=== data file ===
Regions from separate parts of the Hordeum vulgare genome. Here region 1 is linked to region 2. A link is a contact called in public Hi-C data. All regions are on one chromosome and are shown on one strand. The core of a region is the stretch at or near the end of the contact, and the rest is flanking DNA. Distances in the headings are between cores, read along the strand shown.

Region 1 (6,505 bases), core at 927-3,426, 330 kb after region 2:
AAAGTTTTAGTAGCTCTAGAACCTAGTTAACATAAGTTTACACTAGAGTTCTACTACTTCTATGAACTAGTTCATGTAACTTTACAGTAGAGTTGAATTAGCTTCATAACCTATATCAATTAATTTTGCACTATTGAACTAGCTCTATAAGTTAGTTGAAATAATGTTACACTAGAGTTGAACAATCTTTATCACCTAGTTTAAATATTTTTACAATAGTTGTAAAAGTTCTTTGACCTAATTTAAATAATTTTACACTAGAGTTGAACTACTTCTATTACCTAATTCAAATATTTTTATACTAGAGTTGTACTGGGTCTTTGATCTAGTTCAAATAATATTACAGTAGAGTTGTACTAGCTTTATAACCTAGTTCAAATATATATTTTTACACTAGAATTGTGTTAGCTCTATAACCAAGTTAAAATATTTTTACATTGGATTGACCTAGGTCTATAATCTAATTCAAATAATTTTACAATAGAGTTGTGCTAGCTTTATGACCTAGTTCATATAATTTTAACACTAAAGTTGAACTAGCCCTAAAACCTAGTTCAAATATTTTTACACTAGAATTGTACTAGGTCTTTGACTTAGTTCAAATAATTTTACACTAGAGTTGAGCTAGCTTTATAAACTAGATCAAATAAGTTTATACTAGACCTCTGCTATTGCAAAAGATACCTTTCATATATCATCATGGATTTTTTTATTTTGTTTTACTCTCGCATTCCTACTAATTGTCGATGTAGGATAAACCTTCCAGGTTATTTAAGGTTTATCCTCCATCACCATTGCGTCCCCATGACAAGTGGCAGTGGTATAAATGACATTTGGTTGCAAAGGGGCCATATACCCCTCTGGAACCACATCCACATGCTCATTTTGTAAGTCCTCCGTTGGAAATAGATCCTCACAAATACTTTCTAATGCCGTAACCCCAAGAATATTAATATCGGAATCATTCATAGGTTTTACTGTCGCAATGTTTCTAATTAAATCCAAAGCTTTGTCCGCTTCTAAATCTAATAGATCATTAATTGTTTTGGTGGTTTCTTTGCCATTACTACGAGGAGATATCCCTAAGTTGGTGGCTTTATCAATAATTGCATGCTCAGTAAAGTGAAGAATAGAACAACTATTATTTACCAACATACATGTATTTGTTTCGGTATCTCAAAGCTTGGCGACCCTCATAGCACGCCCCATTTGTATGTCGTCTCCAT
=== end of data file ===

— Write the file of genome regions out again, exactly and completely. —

Regions from separate parts of the Hordeum vulgare genome. Here region 1 is linked to region 2. A link is a contact called in public Hi-C data. All regions are on one chromosome and are shown on one strand. The core of a region is the stretch at or near the end of the contact, and the rest is flanking DNA. Distances in the headings are between cores, read along the strand shown.

Region 1 (6,505 bases), core at 927-3,426, 330 kb after region 2:
AAAGTTTTAGTAGCTCTAGAACCTAGTTAACATAAGTTTACACTAGAGTTCTACTACTTCTATGAACTAGTTCATGTAACTTTACAGTAGAGTTGAATTAGCTTCATAACCTATATCAATTAATTTTGCACTATTGAACTAGCTCTATAAGTTAGTTGAAATAATGTTACACTAGAGTTGAACAATCTTTATCACCTAGTTTAAATATTTTTACAATAGTTGTAAAAGTTCTTTGACCTAATTTAAATAATTTTACACTAGAGTTGAACTACTTCTATTACCTAATTCAAATATTTTTATACTAGAGTTGTACTGGGTCTTTGATCTAGTTCAAATAATATTACAGTAGAGTTGTACTAGCTTTATAACCTAGTTCAAATATATATTTTTACACTAGAATTGTGTTAGCTCTATAACCAAGTTAAAATATTTTTACATTGGATTGACCTAGGTCTATAATCTAATTCAAATAATTTTACAATAGAGTTGTGCTAGCTTTATGACCTAGTTCATATAATTTTAACACTAAAGTTGAACTAGCCCTAAAACCTAGTTCAAATATTTTTACACTAGAATTGTACTAGGTCTTTGACTTAGTTCAAATAATTTTACACTAGAGTTGAGCTAGCTTTATAAACTAGATCAAATAAGTTTATACTAGACCTCTGCTATTGCAAAAGATACCTTTCATATATCATCATGGATTTTTTTATTTTGTTTTACTCTCGCATTCCTACTAATTGTCGATGTAGGATAAACCTTCCAGGTTATTTAAGGTTTATCCTCCATCACCATTGCGTCCCCATGACAAGTGGCAGTGGTATAAATGACATTTGGTTGCAAAGGGGCCATATACCCCTCTGGAACCACATCCACATGCTCATTTTGTAAGTCCTCCGTTGGAAATAGATCCTCACAAATACTTTCTAATGCCGTAACCCCAAGAATATTAATATCGGAATCATTCATAGGTTTTACTGTCGCAATGTTTCTAATTAAATCCAAAGCTTTGTCCGCTTCTAAATCTAATAGATCATTAATTGTTTTGGTGGTTTCTTTGCCATTACTACGAGGAGATATCCCTAAGTTGGTGGCTTTATCAATAATTGCATGCTCAGTAAAGTGAAGAATAGAACAACTATTATTTACCAACATACATGTATTTGTTTCGGTATCTCAAAGCTTGGCGACCCTCATAGCACGCCCCATTTGTATGTCGTCTCCAT